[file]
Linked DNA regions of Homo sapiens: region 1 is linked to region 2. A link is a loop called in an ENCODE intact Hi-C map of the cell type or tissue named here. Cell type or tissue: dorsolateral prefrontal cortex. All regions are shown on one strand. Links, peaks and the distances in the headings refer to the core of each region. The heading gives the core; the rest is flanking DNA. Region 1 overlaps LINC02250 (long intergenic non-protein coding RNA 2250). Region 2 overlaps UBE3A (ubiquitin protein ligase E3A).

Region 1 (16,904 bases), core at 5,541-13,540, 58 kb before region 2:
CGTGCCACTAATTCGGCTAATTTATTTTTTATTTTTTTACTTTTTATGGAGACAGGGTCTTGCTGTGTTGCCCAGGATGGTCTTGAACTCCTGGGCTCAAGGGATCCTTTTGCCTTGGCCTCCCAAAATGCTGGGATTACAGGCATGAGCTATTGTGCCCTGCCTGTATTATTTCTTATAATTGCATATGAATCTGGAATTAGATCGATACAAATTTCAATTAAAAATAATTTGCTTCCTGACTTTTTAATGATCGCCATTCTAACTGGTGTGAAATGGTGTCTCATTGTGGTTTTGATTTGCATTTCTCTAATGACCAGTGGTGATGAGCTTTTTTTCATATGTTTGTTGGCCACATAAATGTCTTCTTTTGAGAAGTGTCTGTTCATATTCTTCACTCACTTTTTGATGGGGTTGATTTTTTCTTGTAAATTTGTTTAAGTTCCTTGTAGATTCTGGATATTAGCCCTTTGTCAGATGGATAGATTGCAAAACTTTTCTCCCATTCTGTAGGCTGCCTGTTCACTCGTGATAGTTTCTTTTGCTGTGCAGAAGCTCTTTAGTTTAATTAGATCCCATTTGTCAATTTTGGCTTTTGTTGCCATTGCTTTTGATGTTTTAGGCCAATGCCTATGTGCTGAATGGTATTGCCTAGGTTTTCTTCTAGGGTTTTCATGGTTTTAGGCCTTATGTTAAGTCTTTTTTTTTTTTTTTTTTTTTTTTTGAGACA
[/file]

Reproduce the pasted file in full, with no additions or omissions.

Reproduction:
Linked DNA regions of Homo sapiens: region 1 is linked to region 2. A link is a loop called in an ENCODE intact Hi-C map of the cell type or tissue named here. Cell type or tissue: dorsolateral prefrontal cortex. All regions are shown on one strand. Links, peaks and the distances in the headings refer to the core of each region. The heading gives the core; the rest is flanking DNA. Region 1 overlaps LINC02250 (long intergenic non-protein coding RNA 2250). Region 2 overlaps UBE3A (ubiquitin protein ligase E3A).

Region 1 (16,904 bases), core at 5,541-13,540, 58 kb before region 2:
CGTGCCACTAATTCGGCTAATTTATTTTTTATTTTTTTACTTTTTATGGAGACAGGGTCTTGCTGTGTTGCCCAGGATGGTCTTGAACTCCTGGGCTCAAGGGATCCTTTTGCCTTGGCCTCCCAAAATGCTGGGATTACAGGCATGAGCTATTGTGCCCTGCCTGTATTATTTCTTATAATTGCATATGAATCTGGAATTAGATCGATACAAATTTCAATTAAAAATAATTTGCTTCCTGACTTTTTAATGATCGCCATTCTAACTGGTGTGAAATGGTGTCTCATTGTGGTTTTGATTTGCATTTCTCTAATGACCAGTGGTGATGAGCTTTTTTTCATATGTTTGTTGGCCACATAAATGTCTTCTTTTGAGAAGTGTCTGTTCATATTCTTCACTCACTTTTTGATGGGGTTGATTTTTTCTTGTAAATTTGTTTAAGTTCCTTGTAGATTCTGGATATTAGCCCTTTGTCAGATGGATAGATTGCAAAACTTTTCTCCCATTCTGTAGGCTGCCTGTTCACTCGTGATAGTTTCTTTTGCTGTGCAGAAGCTCTTTAGTTTAATTAGATCCCATTTGTCAATTTTGGCTTTTGTTGCCATTGCTTTTGATGTTTTAGGCCAATGCCTATGTGCTGAATGGTATTGCCTAGGTTTTCTTCTAGGGTTTTCATGGTTTTAGGCCTTATGTTAAGTCTTTTTTTTTTTTTTTTTTTTTTTTTGAGACA